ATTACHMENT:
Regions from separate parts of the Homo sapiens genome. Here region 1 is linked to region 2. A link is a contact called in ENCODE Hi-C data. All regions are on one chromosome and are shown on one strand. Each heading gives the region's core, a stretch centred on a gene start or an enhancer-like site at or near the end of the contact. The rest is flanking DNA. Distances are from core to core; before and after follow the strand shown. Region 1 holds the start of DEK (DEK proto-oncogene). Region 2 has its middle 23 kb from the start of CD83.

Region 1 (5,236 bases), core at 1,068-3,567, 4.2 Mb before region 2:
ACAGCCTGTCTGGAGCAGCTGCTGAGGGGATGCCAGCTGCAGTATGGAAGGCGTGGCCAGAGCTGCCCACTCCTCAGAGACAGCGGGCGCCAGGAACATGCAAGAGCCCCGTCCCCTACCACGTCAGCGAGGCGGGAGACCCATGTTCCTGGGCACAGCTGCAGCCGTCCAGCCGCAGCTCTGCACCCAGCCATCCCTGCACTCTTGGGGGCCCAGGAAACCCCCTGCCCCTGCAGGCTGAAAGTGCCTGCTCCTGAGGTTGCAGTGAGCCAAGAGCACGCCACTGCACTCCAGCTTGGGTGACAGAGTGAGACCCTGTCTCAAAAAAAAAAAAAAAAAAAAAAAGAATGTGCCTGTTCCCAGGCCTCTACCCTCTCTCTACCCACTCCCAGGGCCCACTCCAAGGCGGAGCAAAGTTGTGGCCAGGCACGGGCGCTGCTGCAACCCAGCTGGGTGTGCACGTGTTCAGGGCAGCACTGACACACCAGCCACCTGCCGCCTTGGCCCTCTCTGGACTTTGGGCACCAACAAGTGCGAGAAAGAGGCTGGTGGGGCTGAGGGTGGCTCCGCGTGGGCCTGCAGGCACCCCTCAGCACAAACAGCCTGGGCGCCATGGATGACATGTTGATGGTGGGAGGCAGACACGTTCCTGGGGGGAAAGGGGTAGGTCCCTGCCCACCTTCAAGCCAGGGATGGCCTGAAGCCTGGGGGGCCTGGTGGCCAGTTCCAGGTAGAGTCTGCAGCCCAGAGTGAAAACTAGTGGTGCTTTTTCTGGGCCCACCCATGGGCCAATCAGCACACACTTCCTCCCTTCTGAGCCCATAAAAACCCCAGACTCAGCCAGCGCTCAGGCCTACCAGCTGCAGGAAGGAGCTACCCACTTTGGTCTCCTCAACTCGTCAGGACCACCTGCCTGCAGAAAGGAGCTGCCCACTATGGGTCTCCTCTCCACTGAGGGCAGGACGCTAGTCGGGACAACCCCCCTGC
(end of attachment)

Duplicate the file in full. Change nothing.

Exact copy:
Regions from separate parts of the Homo sapiens genome. Here region 1 is linked to region 2. A link is a contact called in ENCODE Hi-C data. All regions are on one chromosome and are shown on one strand. Each heading gives the region's core, a stretch centred on a gene start or an enhancer-like site at or near the end of the contact. The rest is flanking DNA. Distances are from core to core; before and after follow the strand shown. Region 1 holds the start of DEK (DEK proto-oncogene). Region 2 has its middle 23 kb from the start of CD83.

Region 1 (5,236 bases), core at 1,068-3,567, 4.2 Mb before region 2:
ACAGCCTGTCTGGAGCAGCTGCTGAGGGGATGCCAGCTGCAGTATGGAAGGCGTGGCCAGAGCTGCCCACTCCTCAGAGACAGCGGGCGCCAGGAACATGCAAGAGCCCCGTCCCCTACCACGTCAGCGAGGCGGGAGACCCATGTTCCTGGGCACAGCTGCAGCCGTCCAGCCGCAGCTCTGCACCCAGCCATCCCTGCACTCTTGGGGGCCCAGGAAACCCCCTGCCCCTGCAGGCTGAAAGTGCCTGCTCCTGAGGTTGCAGTGAGCCAAGAGCACGCCACTGCACTCCAGCTTGGGTGACAGAGTGAGACCCTGTCTCAAAAAAAAAAAAAAAAAAAAAAAGAATGTGCCTGTTCCCAGGCCTCTACCCTCTCTCTACCCACTCCCAGGGCCCACTCCAAGGCGGAGCAAAGTTGTGGCCAGGCACGGGCGCTGCTGCAACCCAGCTGGGTGTGCACGTGTTCAGGGCAGCACTGACACACCAGCCACCTGCCGCCTTGGCCCTCTCTGGACTTTGGGCACCAACAAGTGCGAGAAAGAGGCTGGTGGGGCTGAGGGTGGCTCCGCGTGGGCCTGCAGGCACCCCTCAGCACAAACAGCCTGGGCGCCATGGATGACATGTTGATGGTGGGAGGCAGACACGTTCCTGGGGGGAAAGGGGTAGGTCCCTGCCCACCTTCAAGCCAGGGATGGCCTGAAGCCTGGGGGGCCTGGTGGCCAGTTCCAGGTAGAGTCTGCAGCCCAGAGTGAAAACTAGTGGTGCTTTTTCTGGGCCCACCCATGGGCCAATCAGCACACACTTCCTCCCTTCTGAGCCCATAAAAACCCCAGACTCAGCCAGCGCTCAGGCCTACCAGCTGCAGGAAGGAGCTACCCACTTTGGTCTCCTCAACTCGTCAGGACCACCTGCCTGCAGAAAGGAGCTGCCCACTATGGGTCTCCTCTCCACTGAGGGCAGGACGCTAGTCGGGACAACCCCCCTGC